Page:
Warters, Edmund (1835-1907)

Primitive Methodist Magazine 1908

Transcription of obituary published in the Primitive Methodist Magazine by Joseph Odell

“To know a man, live with him.” Better and truer, to love a good man is another and better life to the lover. This is our grateful joy in Edmund Warters. And he is not gone but ascended. “Onward ever.” With life renewed Hezekiah said, “I shall go softly.” With life released Edmund Warters now goes sublimely. He follows the Lamb whithersoever He goeth. Movement and march forever! 

Born September 27th, 1835, at Malton, his forbears were of our early church. Converted at twelve he began to preach at sixteen. Educated for the teaching profession his church abruptly claimed him, and Scarborough, Leamington, Southampton, were his circuit spheres. A throat difficulty compelled retirement. At once he became more than a minister, serving without stint. His was a manifold life. To each place where he resided he was at once a pillar and a garland — God’s nobleman. A volume of letters reveals the high appreciation and sustained admiration of the writers. Spite of his throat trouble he was ever ready to preach, an ideal school superintendent, trustee, giving help at the critical moment. A model man within the noble order, mis-named “lay-preachers.” Some of these letters deserve to be read before the Sacrament in all our Quarterly Meetings.

“Mr. Warters was a good man,” writes Rev. T. Whitehead, “kind and true, and he will be greatly missed.”  “I recall my first acquaintance with him,” says Rev. J. Tolefree Parr,  “and his influence upon me as a young minister. I owe much to him. His gentleness, his culture, his spirituality, and his intense loyalty to his Lord all profoundly impressed me.” “He was so true, so genuinely good, that we felt the stronger in his friendship,” writes Rev. H.J. Pickett.  “His was a great life in the best sense.” Rev. James Travis writes: “He has for long years been a devoted officer of our church, and deserves to be held in respectful memory by our people.” “His fine character,” writes Rev. James Pickett, “his devotion and uprightness helped to make the world richer, and now that he has gone we are all the poorer and the weaker.” 

“Mr. Warters was a very old friend of mine,” writes Mr. Thomas Lawrence, “and the intimate relations in which we stood to each other in no way lessened my appreciation of him. I was planning in my own mind how I might see him once more, and now my old friend has crossed the Bar and can be seen by me no more until I join him in the beyond.”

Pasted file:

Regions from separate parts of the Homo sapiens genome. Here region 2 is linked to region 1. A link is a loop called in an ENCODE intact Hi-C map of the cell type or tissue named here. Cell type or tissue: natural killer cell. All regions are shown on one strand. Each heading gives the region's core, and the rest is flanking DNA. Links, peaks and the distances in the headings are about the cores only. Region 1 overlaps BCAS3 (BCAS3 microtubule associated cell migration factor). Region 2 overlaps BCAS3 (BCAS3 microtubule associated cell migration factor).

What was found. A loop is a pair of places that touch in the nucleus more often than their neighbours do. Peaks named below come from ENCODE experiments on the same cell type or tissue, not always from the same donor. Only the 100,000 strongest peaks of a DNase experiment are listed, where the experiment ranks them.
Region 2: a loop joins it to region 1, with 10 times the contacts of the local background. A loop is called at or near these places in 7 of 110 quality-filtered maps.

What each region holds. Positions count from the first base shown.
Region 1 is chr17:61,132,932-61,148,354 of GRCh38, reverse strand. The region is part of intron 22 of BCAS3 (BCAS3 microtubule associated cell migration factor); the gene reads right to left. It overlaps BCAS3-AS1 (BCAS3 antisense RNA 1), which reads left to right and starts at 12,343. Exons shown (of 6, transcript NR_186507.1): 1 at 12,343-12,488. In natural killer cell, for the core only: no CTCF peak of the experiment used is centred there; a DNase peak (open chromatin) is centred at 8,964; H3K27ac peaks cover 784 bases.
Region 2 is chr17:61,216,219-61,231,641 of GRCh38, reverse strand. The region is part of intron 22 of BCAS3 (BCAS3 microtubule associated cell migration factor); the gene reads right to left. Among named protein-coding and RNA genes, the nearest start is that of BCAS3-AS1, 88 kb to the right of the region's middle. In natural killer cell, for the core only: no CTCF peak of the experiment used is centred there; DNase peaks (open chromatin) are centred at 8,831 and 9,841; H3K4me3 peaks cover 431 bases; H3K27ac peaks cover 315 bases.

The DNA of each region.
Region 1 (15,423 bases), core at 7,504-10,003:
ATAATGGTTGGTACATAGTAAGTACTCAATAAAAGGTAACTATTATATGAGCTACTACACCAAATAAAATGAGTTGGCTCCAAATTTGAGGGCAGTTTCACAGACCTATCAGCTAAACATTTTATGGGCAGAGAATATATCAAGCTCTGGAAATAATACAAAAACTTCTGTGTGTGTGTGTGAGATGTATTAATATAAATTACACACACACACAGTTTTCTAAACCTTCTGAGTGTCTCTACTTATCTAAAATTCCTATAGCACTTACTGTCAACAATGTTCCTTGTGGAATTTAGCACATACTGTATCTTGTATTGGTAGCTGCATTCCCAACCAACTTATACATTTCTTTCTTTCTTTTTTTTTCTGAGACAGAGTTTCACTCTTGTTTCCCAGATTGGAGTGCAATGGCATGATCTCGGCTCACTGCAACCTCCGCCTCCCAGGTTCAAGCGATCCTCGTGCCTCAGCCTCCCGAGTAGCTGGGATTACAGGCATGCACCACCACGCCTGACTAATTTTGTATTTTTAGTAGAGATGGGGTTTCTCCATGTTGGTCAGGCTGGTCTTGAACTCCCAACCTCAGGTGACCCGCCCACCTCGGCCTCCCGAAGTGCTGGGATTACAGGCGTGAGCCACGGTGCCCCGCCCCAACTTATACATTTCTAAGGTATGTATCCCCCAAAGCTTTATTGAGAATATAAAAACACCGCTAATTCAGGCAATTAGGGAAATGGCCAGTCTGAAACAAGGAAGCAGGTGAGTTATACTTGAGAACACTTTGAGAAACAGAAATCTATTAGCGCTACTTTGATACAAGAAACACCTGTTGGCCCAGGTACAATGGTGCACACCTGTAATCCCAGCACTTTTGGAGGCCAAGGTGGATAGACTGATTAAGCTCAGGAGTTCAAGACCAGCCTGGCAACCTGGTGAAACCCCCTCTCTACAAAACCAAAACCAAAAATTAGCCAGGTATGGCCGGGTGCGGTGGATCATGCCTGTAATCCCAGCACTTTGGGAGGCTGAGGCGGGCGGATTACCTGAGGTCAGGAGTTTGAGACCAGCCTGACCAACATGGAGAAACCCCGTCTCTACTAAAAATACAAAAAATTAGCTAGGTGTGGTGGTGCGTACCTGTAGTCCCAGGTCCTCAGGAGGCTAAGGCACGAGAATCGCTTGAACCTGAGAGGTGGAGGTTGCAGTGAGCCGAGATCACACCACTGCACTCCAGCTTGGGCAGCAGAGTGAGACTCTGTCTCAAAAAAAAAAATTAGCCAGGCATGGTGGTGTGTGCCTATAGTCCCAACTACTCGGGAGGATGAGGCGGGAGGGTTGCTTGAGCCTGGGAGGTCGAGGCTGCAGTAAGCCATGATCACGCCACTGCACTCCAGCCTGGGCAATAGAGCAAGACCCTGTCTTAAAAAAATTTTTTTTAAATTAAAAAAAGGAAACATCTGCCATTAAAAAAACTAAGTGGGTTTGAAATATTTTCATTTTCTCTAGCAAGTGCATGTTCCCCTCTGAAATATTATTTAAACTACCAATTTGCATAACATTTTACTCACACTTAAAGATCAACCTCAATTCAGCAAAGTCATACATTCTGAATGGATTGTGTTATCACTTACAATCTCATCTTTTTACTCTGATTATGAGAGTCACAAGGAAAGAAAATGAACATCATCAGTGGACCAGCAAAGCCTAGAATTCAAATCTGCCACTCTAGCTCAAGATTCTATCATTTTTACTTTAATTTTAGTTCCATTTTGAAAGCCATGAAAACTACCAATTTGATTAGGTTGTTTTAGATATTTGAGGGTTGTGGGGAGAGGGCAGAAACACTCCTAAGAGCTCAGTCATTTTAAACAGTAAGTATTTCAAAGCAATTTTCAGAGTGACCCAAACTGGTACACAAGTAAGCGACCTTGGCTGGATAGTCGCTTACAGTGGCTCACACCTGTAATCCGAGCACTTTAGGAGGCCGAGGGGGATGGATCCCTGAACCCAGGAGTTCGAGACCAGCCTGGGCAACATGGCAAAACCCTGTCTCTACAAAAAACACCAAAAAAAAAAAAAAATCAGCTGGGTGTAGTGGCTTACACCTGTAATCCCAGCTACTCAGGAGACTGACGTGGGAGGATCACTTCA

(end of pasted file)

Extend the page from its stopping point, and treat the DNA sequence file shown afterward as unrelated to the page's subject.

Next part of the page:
“He was, I believe, without exception,” writes Mr. T.H. Cormode, a member of the House of Keys, “the most conscientious man it has ever been my privilege to know. Some of the positions he occupied in the church and on the Island it will be difficult to fill adequately and promptly.”

It was as “the kindness of God” that when our beloved friend found his release on Nov. 27th, 1907, it should be in the charming Isle and within the lovely home of Douglas “Front,” the heroic lady, precious wife of his later years, by his side; also sharing in the autumn the refreshing presence of his dear sister and brother Rev. T. and Mrs. Markwell;  then as the year was ending the cage-bars crumbled and the spirit dared its liberty and took its flight to be forever with the Lord. To have lived within the circle of his friendship, to have felt the life and found the identities that gave him conspicuous and imperishable character—that is life by addition and cumulative blessing and glory. So we praise God for the life and inheritance in Edmund Warters.

Family

Edmund was born on 27 September 1835 at Norton, nr Malton, Yorkshire, to parents John Waters, a cordwainer, and Mary Longfield. He was baptised on 25 October 1835 at Malton PM Chapel by John Day

Census returns identify the following occupations for Edmund.

  • 1851 cordwainer’s apprentice
  • 1861 shoemaker
  • 1871 manager in shoe warehouse
  • 1881 boot salesman
  • 1891 manager of boot factory
  • 1901 in the Isle of man – no occupation

He married Mary Powell (b abt1831) in late 1859 at Leeds, Yorkshire.

He married Christian Alice Cowley (abt1848-1929)   on 16 February 1886 at Douglas, Isle of Man

Edmund died on 27 November 1907 at Douglas, Isle of Man.

Circuits

  • 1858 Southampton
  • 1859 disappears

References

Primitive Methodist Magazine 1908/237

Census Returns and Births, Marriages & Deaths Registers

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